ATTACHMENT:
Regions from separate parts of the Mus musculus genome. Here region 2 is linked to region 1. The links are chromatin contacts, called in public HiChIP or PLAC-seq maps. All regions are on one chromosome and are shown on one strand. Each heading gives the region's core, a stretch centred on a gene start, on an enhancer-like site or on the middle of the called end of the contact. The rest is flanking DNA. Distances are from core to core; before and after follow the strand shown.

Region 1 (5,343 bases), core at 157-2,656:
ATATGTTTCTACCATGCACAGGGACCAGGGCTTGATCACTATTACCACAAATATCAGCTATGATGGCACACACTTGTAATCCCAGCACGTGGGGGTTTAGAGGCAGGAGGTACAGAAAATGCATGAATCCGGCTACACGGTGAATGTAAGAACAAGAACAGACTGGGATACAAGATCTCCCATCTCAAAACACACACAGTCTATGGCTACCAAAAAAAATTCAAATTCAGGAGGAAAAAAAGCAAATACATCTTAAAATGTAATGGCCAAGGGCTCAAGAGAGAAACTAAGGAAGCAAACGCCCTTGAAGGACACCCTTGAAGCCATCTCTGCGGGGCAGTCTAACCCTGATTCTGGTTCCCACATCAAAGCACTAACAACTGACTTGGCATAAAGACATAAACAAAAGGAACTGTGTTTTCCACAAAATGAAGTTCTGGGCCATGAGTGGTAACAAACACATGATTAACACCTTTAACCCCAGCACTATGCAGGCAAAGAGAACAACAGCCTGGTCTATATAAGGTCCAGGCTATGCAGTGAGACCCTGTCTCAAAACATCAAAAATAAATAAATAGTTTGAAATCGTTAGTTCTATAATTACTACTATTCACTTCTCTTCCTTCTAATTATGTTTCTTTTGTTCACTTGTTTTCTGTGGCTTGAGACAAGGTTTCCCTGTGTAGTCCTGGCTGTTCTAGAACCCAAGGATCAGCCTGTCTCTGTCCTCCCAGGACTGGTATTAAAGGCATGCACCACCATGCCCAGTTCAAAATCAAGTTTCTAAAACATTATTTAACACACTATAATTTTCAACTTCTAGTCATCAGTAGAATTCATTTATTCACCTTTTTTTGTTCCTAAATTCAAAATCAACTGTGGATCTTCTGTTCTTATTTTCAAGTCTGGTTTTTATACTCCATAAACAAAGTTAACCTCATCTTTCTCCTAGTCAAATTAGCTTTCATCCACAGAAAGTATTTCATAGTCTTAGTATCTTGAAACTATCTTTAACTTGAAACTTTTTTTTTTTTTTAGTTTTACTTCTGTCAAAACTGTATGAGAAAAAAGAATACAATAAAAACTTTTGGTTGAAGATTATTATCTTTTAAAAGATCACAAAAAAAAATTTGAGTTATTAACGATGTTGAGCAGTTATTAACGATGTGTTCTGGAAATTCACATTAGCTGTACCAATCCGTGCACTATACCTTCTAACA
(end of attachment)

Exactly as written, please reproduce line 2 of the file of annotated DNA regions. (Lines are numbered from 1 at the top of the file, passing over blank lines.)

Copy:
Region 1 (5,343 bases), core at 157-2,656: